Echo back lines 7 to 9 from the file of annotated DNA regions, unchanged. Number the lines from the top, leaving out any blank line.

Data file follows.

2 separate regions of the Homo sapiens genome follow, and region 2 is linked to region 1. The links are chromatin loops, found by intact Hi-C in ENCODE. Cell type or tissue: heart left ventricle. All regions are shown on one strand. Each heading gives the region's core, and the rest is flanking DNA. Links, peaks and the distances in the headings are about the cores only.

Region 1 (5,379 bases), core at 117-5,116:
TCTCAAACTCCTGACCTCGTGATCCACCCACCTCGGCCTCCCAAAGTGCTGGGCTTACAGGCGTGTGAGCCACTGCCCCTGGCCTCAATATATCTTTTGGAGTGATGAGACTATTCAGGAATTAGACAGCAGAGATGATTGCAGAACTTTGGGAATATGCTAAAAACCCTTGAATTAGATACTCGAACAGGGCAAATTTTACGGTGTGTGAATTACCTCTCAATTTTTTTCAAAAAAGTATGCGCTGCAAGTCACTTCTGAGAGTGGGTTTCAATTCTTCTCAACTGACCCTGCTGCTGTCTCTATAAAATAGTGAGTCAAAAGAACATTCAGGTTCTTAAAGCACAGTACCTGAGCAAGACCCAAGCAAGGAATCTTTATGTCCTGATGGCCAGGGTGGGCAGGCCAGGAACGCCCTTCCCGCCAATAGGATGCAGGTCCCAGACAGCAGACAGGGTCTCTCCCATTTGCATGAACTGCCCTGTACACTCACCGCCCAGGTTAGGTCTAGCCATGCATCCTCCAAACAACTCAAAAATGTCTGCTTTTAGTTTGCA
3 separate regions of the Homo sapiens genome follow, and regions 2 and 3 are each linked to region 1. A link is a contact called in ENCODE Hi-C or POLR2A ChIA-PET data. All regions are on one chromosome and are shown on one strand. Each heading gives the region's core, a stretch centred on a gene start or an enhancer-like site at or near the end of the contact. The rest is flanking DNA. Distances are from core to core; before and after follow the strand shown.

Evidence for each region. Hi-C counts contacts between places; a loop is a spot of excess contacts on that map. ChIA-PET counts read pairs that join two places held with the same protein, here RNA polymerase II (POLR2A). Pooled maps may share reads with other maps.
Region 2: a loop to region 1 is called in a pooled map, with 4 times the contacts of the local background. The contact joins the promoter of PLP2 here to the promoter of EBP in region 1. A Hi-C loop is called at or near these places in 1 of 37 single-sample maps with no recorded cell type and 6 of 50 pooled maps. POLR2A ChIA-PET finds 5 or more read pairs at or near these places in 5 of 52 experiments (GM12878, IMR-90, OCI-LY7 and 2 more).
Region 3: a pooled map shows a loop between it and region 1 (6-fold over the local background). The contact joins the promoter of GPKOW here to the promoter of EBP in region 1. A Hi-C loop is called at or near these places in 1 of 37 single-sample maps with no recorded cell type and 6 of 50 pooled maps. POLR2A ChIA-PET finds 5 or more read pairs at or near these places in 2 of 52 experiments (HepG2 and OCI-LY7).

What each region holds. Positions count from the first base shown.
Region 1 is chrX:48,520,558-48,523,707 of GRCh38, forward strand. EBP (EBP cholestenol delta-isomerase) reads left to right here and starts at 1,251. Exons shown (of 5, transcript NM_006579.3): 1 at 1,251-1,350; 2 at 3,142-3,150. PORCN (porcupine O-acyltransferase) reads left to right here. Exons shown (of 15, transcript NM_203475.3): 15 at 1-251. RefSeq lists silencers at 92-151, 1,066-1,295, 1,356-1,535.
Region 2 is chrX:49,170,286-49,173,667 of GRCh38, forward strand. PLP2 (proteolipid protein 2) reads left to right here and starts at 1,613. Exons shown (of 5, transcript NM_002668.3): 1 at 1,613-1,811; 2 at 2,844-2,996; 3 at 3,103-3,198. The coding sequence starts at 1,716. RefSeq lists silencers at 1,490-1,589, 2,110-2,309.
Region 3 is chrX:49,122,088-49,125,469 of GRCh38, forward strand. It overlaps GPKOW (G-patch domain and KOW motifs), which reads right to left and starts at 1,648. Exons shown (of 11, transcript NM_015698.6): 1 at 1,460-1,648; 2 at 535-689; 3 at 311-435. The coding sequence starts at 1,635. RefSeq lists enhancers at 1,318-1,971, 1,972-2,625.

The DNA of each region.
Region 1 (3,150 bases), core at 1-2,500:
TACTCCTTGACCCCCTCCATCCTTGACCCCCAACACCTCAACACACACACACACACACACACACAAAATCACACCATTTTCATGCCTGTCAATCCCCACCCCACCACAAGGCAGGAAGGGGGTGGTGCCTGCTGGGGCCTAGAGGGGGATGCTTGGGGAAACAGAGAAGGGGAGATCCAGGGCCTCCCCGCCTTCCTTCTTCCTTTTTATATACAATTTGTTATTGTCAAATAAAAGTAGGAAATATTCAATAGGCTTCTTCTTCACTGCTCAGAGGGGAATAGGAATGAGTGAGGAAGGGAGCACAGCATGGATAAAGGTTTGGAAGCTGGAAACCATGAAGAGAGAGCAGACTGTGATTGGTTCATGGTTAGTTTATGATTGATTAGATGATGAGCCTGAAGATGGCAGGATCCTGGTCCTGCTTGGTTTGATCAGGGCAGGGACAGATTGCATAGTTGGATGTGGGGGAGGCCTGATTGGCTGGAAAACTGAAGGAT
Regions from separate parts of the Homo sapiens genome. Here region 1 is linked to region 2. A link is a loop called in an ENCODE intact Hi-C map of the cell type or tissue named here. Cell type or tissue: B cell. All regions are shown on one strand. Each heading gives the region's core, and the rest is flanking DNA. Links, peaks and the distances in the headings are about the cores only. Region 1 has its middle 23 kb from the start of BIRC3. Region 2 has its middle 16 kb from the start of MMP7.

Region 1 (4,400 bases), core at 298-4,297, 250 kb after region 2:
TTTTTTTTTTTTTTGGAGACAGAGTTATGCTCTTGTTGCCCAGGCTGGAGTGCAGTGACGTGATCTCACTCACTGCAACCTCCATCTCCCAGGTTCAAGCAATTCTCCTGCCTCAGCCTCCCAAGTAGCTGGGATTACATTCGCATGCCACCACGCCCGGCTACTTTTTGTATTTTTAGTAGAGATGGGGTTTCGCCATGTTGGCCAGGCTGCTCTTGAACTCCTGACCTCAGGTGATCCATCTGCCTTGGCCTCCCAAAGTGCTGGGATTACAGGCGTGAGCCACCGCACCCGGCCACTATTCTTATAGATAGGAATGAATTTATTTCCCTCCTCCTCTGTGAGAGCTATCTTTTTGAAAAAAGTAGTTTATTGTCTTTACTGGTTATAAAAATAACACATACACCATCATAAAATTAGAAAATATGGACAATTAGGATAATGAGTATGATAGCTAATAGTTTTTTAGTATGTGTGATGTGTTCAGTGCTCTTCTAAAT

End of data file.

Region 3: a pooled map shows a loop between it and region 1 (6-fold over the local background). The contact joins the promoter of GPKOW here to the promoter of EBP in region 1. A Hi-C loop is called at or near these places in 1 of 37 single-sample maps with no recorded cell type and 6 of 50 pooled maps. POLR2A ChIA-PET finds 5 or more read pairs at or near these places in 2 of 52 experiments (HepG2 and OCI-LY7).

What each region holds. Positions count from the first base shown.
Region 1 is chrX:48,520,558-48,523,707 of GRCh38, forward strand. EBP (EBP cholestenol delta-isomerase) reads left to right here and starts at 1,251. Exons shown (of 5, transcript NM_006579.3): 1 at 1,251-1,350; 2 at 3,142-3,150. PORCN (porcupine O-acyltransferase) reads left to right here. Exons shown (of 15, transcript NM_203475.3): 15 at 1-251. RefSeq lists silencers at 92-151, 1,066-1,295, 1,356-1,535.